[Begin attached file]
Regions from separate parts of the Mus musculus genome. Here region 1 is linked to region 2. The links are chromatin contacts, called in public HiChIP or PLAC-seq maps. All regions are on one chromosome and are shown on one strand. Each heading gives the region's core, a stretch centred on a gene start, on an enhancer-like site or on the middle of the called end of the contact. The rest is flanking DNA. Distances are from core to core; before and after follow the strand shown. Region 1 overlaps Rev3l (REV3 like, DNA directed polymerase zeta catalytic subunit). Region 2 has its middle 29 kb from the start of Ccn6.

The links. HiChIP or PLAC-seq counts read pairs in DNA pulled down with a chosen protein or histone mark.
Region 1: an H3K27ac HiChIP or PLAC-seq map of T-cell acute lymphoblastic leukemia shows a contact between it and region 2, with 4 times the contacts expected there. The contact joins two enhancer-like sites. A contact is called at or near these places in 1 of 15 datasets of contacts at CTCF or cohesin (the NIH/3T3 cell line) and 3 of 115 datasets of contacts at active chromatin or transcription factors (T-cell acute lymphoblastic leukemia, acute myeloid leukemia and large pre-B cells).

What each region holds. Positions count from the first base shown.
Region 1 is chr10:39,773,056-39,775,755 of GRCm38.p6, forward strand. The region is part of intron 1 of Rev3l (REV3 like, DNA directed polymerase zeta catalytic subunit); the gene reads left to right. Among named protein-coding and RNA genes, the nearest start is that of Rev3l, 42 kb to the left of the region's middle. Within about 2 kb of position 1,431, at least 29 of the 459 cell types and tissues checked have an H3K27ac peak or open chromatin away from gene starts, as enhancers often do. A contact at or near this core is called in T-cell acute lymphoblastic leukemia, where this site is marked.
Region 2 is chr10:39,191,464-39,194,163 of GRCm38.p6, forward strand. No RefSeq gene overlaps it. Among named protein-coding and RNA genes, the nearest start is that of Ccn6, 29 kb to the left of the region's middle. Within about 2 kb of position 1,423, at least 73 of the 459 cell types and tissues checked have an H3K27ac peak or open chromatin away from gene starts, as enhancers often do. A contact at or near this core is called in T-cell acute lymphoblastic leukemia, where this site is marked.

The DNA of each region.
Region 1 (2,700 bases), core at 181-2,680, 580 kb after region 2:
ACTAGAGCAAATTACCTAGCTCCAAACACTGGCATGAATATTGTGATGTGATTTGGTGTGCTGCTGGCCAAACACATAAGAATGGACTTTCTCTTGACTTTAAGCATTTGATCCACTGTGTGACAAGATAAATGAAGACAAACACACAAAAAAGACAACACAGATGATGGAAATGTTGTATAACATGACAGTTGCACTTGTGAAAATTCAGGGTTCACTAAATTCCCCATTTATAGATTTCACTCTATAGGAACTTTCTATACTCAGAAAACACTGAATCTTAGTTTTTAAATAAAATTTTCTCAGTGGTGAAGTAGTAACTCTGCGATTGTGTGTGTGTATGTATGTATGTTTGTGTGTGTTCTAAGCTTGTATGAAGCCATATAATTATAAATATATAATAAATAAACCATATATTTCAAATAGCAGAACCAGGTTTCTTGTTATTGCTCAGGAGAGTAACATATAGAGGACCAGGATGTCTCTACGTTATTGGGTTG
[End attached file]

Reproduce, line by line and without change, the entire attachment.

Regions from separate parts of the Mus musculus genome. Here region 1 is linked to region 2. The links are chromatin contacts, called in public HiChIP or PLAC-seq maps. All regions are on one chromosome and are shown on one strand. Each heading gives the region's core, a stretch centred on a gene start, on an enhancer-like site or on the middle of the called end of the contact. The rest is flanking DNA. Distances are from core to core; before and after follow the strand shown. Region 1 overlaps Rev3l (REV3 like, DNA directed polymerase zeta catalytic subunit). Region 2 has its middle 29 kb from the start of Ccn6.

The links. HiChIP or PLAC-seq counts read pairs in DNA pulled down with a chosen protein or histone mark.
Region 1: an H3K27ac HiChIP or PLAC-seq map of T-cell acute lymphoblastic leukemia shows a contact between it and region 2, with 4 times the contacts expected there. The contact joins two enhancer-like sites. A contact is called at or near these places in 1 of 15 datasets of contacts at CTCF or cohesin (the NIH/3T3 cell line) and 3 of 115 datasets of contacts at active chromatin or transcription factors (T-cell acute lymphoblastic leukemia, acute myeloid leukemia and large pre-B cells).

What each region holds. Positions count from the first base shown.
Region 1 is chr10:39,773,056-39,775,755 of GRCm38.p6, forward strand. The region is part of intron 1 of Rev3l (REV3 like, DNA directed polymerase zeta catalytic subunit); the gene reads left to right. Among named protein-coding and RNA genes, the nearest start is that of Rev3l, 42 kb to the left of the region's middle. Within about 2 kb of position 1,431, at least 29 of the 459 cell types and tissues checked have an H3K27ac peak or open chromatin away from gene starts, as enhancers often do. A contact at or near this core is called in T-cell acute lymphoblastic leukemia, where this site is marked.
Region 2 is chr10:39,191,464-39,194,163 of GRCm38.p6, forward strand. No RefSeq gene overlaps it. Among named protein-coding and RNA genes, the nearest start is that of Ccn6, 29 kb to the left of the region's middle. Within about 2 kb of position 1,423, at least 73 of the 459 cell types and tissues checked have an H3K27ac peak or open chromatin away from gene starts, as enhancers often do. A contact at or near this core is called in T-cell acute lymphoblastic leukemia, where this site is marked.

The DNA of each region.
Region 1 (2,700 bases), core at 181-2,680, 580 kb after region 2:
ACTAGAGCAAATTACCTAGCTCCAAACACTGGCATGAATATTGTGATGTGATTTGGTGTGCTGCTGGCCAAACACATAAGAATGGACTTTCTCTTGACTTTAAGCATTTGATCCACTGTGTGACAAGATAAATGAAGACAAACACACAAAAAAGACAACACAGATGATGGAAATGTTGTATAACATGACAGTTGCACTTGTGAAAATTCAGGGTTCACTAAATTCCCCATTTATAGATTTCACTCTATAGGAACTTTCTATACTCAGAAAACACTGAATCTTAGTTTTTAAATAAAATTTTCTCAGTGGTGAAGTAGTAACTCTGCGATTGTGTGTGTGTATGTATGTATGTTTGTGTGTGTTCTAAGCTTGTATGAAGCCATATAATTATAAATATATAATAAATAAACCATATATTTCAAATAGCAGAACCAGGTTTCTTGTTATTGCTCAGGAGAGTAACATATAGAGGACCAGGATGTCTCTACGTTATTGGGTTG